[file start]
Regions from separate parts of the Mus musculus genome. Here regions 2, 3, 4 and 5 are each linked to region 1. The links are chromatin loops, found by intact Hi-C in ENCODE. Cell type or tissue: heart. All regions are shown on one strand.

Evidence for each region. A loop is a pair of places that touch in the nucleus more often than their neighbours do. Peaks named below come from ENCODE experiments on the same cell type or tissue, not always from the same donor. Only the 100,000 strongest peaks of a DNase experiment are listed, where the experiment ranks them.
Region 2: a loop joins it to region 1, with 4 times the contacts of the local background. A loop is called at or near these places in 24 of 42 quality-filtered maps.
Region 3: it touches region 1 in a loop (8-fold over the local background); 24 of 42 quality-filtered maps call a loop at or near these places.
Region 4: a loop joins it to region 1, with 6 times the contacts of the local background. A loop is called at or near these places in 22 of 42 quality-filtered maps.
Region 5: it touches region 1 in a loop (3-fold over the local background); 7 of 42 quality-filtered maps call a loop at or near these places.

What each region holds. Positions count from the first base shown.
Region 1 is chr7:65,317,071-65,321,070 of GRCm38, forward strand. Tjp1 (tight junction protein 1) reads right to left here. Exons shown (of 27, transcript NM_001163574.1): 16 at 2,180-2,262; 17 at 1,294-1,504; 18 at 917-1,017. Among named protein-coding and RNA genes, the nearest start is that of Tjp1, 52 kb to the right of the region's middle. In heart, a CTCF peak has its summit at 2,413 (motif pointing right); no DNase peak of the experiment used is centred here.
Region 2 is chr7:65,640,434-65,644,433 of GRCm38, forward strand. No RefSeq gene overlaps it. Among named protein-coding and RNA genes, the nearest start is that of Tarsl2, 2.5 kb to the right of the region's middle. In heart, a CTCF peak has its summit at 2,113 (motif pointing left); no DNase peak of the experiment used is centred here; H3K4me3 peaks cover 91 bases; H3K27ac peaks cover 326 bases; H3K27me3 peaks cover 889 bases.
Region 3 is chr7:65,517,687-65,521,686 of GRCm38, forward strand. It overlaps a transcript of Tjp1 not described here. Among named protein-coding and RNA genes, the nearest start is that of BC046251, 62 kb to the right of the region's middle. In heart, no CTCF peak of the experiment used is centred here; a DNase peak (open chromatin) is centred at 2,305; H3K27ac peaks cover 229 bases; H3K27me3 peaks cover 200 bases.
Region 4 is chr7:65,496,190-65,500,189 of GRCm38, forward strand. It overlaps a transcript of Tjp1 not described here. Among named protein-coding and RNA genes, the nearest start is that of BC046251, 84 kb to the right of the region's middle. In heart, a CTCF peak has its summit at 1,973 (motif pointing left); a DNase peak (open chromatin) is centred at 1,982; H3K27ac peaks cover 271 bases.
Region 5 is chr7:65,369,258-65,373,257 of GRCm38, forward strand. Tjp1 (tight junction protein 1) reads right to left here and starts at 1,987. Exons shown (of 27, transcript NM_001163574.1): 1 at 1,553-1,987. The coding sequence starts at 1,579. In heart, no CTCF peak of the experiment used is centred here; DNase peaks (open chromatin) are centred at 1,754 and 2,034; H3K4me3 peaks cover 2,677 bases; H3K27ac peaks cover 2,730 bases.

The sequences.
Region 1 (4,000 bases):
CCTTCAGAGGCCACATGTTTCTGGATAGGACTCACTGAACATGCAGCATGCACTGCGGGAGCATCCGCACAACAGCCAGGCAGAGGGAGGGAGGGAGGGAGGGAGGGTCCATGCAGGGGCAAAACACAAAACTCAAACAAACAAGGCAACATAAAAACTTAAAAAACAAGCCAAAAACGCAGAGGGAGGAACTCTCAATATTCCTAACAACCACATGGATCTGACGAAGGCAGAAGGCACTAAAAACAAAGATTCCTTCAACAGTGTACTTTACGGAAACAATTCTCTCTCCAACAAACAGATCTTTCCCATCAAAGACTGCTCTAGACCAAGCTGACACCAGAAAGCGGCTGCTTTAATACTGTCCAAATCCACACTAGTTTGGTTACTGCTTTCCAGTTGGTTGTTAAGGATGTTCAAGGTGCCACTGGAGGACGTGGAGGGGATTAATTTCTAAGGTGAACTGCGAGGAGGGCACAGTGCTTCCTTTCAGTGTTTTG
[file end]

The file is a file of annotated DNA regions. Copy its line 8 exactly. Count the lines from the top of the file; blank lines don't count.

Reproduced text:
Region 1 is chr7:65,317,071-65,321,070 of GRCm38, forward strand. Tjp1 (tight junction protein 1) reads right to left here. Exons shown (of 27, transcript NM_001163574.1): 16 at 2,180-2,262; 17 at 1,294-1,504; 18 at 917-1,017. Among named protein-coding and RNA genes, the nearest start is that of Tjp1, 52 kb to the right of the region's middle. In heart, a CTCF peak has its summit at 2,413 (motif pointing right); no DNase peak of the experiment used is centred here.